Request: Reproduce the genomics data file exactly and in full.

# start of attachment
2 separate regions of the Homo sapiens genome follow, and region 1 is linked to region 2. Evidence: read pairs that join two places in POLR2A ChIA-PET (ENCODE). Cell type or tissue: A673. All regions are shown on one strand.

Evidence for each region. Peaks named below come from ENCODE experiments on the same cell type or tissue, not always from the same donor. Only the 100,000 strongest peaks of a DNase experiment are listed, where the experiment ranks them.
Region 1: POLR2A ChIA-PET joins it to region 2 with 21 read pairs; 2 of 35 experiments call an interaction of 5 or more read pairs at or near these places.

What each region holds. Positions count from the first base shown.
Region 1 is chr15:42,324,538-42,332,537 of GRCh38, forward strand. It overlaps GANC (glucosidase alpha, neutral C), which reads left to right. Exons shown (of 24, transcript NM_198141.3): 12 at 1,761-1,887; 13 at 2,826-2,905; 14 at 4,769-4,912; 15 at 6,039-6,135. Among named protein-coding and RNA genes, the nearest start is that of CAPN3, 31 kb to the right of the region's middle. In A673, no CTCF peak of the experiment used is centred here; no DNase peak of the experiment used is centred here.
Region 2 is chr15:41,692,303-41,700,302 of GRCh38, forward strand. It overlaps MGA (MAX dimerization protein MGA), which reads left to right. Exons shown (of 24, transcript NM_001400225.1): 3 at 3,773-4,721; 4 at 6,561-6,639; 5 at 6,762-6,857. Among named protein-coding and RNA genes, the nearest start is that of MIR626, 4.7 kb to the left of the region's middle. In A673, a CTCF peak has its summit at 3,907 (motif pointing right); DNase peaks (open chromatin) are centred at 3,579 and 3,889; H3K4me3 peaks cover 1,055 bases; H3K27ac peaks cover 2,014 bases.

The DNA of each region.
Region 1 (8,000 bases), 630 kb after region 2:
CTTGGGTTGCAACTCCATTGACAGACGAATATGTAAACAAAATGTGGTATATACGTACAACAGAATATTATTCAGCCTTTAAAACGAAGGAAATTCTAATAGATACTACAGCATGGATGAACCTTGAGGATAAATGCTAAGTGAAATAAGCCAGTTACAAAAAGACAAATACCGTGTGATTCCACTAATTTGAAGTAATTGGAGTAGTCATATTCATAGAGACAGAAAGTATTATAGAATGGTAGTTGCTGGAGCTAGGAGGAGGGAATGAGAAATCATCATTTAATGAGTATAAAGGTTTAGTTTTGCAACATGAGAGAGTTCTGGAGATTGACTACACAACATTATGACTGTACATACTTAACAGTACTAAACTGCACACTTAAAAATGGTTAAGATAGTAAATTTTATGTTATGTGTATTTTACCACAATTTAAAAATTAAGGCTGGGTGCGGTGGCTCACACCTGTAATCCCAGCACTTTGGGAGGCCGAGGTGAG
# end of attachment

2 separate regions of the Homo sapiens genome follow, and region 1 is linked to region 2. Evidence: read pairs that join two places in POLR2A ChIA-PET (ENCODE). Cell type or tissue: A673. All regions are shown on one strand.

Evidence for each region. Peaks named below come from ENCODE experiments on the same cell type or tissue, not always from the same donor. Only the 100,000 strongest peaks of a DNase experiment are listed, where the experiment ranks them.
Region 1: POLR2A ChIA-PET joins it to region 2 with 21 read pairs; 2 of 35 experiments call an interaction of 5 or more read pairs at or near these places.

What each region holds. Positions count from the first base shown.
Region 1 is chr15:42,324,538-42,332,537 of GRCh38, forward strand. It overlaps GANC (glucosidase alpha, neutral C), which reads left to right. Exons shown (of 24, transcript NM_198141.3): 12 at 1,761-1,887; 13 at 2,826-2,905; 14 at 4,769-4,912; 15 at 6,039-6,135. Among named protein-coding and RNA genes, the nearest start is that of CAPN3, 31 kb to the right of the region's middle. In A673, no CTCF peak of the experiment used is centred here; no DNase peak of the experiment used is centred here.
Region 2 is chr15:41,692,303-41,700,302 of GRCh38, forward strand. It overlaps MGA (MAX dimerization protein MGA), which reads left to right. Exons shown (of 24, transcript NM_001400225.1): 3 at 3,773-4,721; 4 at 6,561-6,639; 5 at 6,762-6,857. Among named protein-coding and RNA genes, the nearest start is that of MIR626, 4.7 kb to the left of the region's middle. In A673, a CTCF peak has its summit at 3,907 (motif pointing right); DNase peaks (open chromatin) are centred at 3,579 and 3,889; H3K4me3 peaks cover 1,055 bases; H3K27ac peaks cover 2,014 bases.

The DNA of each region.
Region 1 (8,000 bases), 630 kb after region 2:
CTTGGGTTGCAACTCCATTGACAGACGAATATGTAAACAAAATGTGGTATATACGTACAACAGAATATTATTCAGCCTTTAAAACGAAGGAAATTCTAATAGATACTACAGCATGGATGAACCTTGAGGATAAATGCTAAGTGAAATAAGCCAGTTACAAAAAGACAAATACCGTGTGATTCCACTAATTTGAAGTAATTGGAGTAGTCATATTCATAGAGACAGAAAGTATTATAGAATGGTAGTTGCTGGAGCTAGGAGGAGGGAATGAGAAATCATCATTTAATGAGTATAAAGGTTTAGTTTTGCAACATGAGAGAGTTCTGGAGATTGACTACACAACATTATGACTGTACATACTTAACAGTACTAAACTGCACACTTAAAAATGGTTAAGATAGTAAATTTTATGTTATGTGTATTTTACCACAATTTAAAAATTAAGGCTGGGTGCGGTGGCTCACACCTGTAATCCCAGCACTTTGGGAGGCCGAGGTGAG